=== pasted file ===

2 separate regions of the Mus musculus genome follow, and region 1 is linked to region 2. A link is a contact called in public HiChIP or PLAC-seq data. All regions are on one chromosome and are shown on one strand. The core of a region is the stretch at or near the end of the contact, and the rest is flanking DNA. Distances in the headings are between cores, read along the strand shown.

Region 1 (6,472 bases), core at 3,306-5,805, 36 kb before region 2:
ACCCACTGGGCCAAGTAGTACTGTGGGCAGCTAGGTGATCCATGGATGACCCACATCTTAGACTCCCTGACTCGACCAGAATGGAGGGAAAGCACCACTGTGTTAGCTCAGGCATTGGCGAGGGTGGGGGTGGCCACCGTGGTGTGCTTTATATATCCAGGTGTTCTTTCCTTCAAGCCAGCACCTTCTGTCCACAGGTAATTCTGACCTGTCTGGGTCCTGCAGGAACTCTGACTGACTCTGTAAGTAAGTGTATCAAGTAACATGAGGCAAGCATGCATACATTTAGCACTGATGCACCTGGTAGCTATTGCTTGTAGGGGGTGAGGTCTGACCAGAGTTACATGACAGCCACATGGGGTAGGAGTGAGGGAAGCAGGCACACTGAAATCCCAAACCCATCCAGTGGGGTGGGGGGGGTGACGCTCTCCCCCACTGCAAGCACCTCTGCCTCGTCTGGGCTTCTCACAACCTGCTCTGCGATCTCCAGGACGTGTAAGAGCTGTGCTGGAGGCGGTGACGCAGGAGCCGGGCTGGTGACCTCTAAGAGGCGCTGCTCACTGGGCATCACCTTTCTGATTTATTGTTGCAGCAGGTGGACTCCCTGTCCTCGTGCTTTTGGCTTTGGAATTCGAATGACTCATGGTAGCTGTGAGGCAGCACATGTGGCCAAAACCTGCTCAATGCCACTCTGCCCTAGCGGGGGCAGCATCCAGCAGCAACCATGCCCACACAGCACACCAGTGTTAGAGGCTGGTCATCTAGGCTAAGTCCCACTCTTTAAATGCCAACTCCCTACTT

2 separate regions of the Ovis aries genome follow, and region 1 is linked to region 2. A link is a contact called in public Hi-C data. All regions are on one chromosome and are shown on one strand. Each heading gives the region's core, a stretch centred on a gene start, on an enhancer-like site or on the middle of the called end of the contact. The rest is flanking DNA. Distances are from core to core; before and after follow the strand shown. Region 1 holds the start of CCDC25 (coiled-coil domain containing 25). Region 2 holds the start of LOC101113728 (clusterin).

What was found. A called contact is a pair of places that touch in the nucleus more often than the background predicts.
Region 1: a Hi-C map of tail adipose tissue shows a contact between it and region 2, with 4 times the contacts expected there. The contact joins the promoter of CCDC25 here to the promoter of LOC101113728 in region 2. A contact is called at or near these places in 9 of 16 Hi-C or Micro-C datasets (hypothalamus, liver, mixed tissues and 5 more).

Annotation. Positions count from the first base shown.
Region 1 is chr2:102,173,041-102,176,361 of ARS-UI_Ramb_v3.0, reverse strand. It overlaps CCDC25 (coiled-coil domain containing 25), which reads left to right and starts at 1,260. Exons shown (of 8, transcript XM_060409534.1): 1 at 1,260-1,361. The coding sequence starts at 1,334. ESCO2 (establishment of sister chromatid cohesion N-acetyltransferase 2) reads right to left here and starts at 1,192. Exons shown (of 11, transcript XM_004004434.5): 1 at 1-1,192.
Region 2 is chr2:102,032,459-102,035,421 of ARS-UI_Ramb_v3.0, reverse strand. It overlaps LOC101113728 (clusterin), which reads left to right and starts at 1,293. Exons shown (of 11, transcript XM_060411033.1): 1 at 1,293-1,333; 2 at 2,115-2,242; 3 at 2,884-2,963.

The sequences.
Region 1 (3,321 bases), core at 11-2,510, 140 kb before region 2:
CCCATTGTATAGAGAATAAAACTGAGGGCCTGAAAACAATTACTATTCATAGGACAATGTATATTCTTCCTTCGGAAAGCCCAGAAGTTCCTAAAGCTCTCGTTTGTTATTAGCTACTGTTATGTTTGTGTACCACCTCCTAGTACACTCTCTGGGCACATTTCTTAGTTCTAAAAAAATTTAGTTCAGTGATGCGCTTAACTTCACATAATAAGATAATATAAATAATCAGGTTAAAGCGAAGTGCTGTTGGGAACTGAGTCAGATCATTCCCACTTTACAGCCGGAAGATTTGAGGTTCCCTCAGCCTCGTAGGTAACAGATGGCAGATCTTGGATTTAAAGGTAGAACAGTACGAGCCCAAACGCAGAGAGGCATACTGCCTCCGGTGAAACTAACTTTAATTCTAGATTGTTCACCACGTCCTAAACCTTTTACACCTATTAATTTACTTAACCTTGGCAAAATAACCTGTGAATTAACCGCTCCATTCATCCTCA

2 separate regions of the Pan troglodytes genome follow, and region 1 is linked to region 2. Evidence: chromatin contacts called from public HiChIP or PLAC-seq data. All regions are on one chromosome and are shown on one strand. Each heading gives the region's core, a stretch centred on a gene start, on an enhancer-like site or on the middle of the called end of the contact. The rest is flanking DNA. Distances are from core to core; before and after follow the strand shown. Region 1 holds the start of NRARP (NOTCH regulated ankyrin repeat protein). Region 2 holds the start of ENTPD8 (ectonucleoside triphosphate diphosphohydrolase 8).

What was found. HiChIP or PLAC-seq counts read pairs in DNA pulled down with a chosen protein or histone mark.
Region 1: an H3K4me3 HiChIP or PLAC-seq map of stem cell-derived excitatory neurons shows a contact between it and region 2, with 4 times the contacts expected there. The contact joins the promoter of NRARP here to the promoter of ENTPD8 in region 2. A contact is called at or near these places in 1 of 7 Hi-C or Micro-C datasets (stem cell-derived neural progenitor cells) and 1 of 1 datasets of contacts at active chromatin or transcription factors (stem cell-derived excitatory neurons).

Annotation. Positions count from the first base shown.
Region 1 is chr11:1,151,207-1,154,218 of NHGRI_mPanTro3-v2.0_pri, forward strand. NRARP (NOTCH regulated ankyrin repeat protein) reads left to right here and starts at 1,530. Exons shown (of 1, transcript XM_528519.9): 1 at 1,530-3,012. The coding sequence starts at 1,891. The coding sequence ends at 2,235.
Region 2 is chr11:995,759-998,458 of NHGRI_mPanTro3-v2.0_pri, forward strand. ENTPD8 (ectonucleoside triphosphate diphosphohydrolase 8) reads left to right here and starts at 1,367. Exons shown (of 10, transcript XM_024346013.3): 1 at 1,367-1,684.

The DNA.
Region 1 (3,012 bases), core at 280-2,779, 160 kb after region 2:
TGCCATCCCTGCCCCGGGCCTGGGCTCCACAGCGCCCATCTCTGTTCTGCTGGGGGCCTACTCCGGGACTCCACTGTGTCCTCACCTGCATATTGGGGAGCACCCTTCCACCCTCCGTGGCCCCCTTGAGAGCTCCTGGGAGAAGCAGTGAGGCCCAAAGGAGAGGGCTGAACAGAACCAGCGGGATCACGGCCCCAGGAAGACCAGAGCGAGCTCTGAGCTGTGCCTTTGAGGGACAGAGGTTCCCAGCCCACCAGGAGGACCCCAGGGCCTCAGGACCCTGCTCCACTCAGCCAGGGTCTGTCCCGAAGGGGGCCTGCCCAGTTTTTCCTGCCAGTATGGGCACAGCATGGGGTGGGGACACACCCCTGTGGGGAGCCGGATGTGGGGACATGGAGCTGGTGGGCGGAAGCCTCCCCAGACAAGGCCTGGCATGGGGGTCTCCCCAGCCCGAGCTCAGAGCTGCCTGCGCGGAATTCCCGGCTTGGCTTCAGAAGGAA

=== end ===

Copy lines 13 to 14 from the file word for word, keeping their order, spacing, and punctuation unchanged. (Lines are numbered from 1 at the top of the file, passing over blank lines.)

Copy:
2 separate regions of the Pan troglodytes genome follow, and region 1 is linked to region 2. Evidence: chromatin contacts called from public HiChIP or PLAC-seq data. All regions are on one chromosome and are shown on one strand. Each heading gives the region's core, a stretch centred on a gene start, on an enhancer-like site or on the middle of the called end of the contact. The rest is flanking DNA. Distances are from core to core; before and after follow the strand shown. Region 1 holds the start of NRARP (NOTCH regulated ankyrin repeat protein). Region 2 holds the start of ENTPD8 (ectonucleoside triphosphate diphosphohydrolase 8).

What was found. HiChIP or PLAC-seq counts read pairs in DNA pulled down with a chosen protein or histone mark.